Mark Anderson of the AC Group, Inc. and Robert Gleeman talk about the CCD standard. Click the Play button to watch this interview.
This is a transcript of the above interview.
Gleeman: This is Robert Gleeman with EMR Update. I'm talking on
Casual Friday with Mark Anderson from the AC Group. Mark, thanks for being with
me again, today.
Anderson: Well, thanks for giving me a call, here. It's been awhile
since we've talked, and there's a lot of things going on since that news
There are many things going on in response to the stimulus bill, and you
have some specifics that a person should be mindful of when buying an EMR. You
mentioned to me in an email that one of the main points that you've been
talking about is the requirement to be connected to a community HIE. What is a
community HIE, Mark?
Well, basically, there are three provisions underneath the stimulus act,
the high‑tech act. Obviously, one is certification; one's reporting data. The
second one, really, was being able to be connected to a connected to a
community health information exchange.
goal of the high‑tech act is to get rid of silos of information and getting all
of the doctors connected together. So, an HIE really allows doctors on separate
EMR applications to share clinical information about the patients. The data is
collected once, but all of the doctors in the community who are treating the
patient have access to that information.
So, it seems to all be about connectivity. You mentioned also in your
email that the connectivity goal is PHR, public health record. We've been
hearing about the Google public health record. Is that the same thing? Or is
that a personal health record?
Well again, what the government is talking about is getting all of the
information from all of the different providers that are treating a certain
patient. So, the patient has access to that information. Most people are
calling that a personal health record, one place the patient can go to learn
everything about themselves. Then they can take that information to another
provider in a different city or different state, or at least allow the doctor
access to that information.
there's Google Health, and you also have Microsoft Health involved. These are
kind of like those products. They allow the patient to enter information. But
what we really have to have is the provider information updating into a
location, along with the patient able to put their health‑related information
in. We need data from all sources, so there is truly one personal health record
for that patient, no matter which provider they go to.
Are you finding that the patient wants to be involved in this record‑keeping
process? Are they cooperative?
Well, I think it's just beginning today. Kind of look at it as when a
patient shows up in a doctor's office, the doctor asks the patient to fill out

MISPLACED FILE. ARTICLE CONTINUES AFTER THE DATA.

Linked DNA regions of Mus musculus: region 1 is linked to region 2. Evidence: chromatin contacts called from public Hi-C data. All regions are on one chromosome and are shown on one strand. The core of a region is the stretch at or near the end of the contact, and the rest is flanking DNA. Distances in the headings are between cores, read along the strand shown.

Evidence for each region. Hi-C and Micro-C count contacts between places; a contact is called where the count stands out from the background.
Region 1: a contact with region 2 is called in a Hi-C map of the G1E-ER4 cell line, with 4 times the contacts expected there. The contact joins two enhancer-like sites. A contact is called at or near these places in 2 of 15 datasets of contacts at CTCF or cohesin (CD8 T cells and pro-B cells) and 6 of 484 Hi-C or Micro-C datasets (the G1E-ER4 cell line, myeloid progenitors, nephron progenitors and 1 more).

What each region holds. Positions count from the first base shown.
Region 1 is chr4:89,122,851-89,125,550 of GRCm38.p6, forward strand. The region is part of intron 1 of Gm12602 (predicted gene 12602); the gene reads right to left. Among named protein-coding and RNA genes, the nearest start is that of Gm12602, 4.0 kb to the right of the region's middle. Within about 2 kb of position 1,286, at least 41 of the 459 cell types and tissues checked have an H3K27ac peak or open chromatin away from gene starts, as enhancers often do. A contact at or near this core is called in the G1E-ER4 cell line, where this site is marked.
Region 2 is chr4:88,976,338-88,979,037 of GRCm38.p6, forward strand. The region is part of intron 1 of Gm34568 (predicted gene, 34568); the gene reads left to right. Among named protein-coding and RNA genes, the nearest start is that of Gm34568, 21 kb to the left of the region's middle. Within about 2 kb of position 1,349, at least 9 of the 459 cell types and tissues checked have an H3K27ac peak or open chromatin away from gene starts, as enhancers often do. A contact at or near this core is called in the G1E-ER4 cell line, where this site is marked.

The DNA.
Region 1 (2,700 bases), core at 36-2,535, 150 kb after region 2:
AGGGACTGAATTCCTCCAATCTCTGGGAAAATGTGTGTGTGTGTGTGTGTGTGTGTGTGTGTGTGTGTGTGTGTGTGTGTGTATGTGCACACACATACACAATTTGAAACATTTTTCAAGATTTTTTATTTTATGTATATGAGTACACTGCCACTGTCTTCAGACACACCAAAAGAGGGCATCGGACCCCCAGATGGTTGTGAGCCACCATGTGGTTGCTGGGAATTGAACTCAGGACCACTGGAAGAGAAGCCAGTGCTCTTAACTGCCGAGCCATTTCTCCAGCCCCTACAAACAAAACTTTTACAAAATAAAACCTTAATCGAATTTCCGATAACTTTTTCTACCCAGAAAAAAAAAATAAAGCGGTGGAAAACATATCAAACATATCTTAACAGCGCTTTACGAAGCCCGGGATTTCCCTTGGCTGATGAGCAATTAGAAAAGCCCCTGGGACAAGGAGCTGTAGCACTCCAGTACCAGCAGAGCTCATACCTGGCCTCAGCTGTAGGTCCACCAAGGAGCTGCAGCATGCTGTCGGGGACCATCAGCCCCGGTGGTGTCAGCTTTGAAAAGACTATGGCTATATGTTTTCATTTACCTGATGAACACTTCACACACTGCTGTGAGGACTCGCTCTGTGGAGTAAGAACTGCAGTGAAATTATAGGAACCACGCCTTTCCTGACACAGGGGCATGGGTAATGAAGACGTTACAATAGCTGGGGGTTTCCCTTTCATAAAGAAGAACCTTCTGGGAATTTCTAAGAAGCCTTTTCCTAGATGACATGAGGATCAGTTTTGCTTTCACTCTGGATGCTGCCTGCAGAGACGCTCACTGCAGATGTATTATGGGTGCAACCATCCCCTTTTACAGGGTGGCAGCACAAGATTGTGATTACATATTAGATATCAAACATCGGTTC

a number of forms dealing with their social history, the medical history, the
family history, what medications you've been on and what other doctors have you
seen. So they're already asking the patient to fill out information, but it's
way, the patient goes online, fills out the information one time. And no matter
which provider they go to, that doctor has that information. So yeah, the
patients are getting involved. The surveys have shown that about 68 percent of
all patients that have been surveyed would prefer to fill information out
before they showed up in a doctor's office.
So you're saying, as a prerequisite to get these high‑tech funds from
this stimulus bill, you really need to look at connectivity. How are you
supposed to know about how connective this EMR product is? Should you go by
Well, that's a good helping point. CCHIT, based on the 2008 standard,
requires vendors to be interoperable. What they're saying is that you have to
be able to send a document, like a fax. In the 2009 standard, we believe that
they are also going to build in data exchange, discrete data exchange following
the continuity of care document infrastructure, CCD. This is the combination of
the CCR standard plus the HLSMA [sp] standard. So, basically CCR plus CCDA is
the patient care document standard.
believe that to get the stimulus package you're going to have to exchange data
with all providers in the area. Right now, the CCD standard seems to be where
everybody is moving towards. You have to be CCD compliant before the doctor
will be able to get access to the stimulus money.
Now, you said that you're talking about this a lot. Is that what you're
doing right now? You're in Atlanta, Georgia, as I understand it.
Yeah, we're finding that there are probably about 100 of these projects
that have been going on across the country. We used to know them as RIOS. We
kind of joke around that RIOS didn't work because there were four initials. You
really need three initials for everything in healthcare. But there are a lot of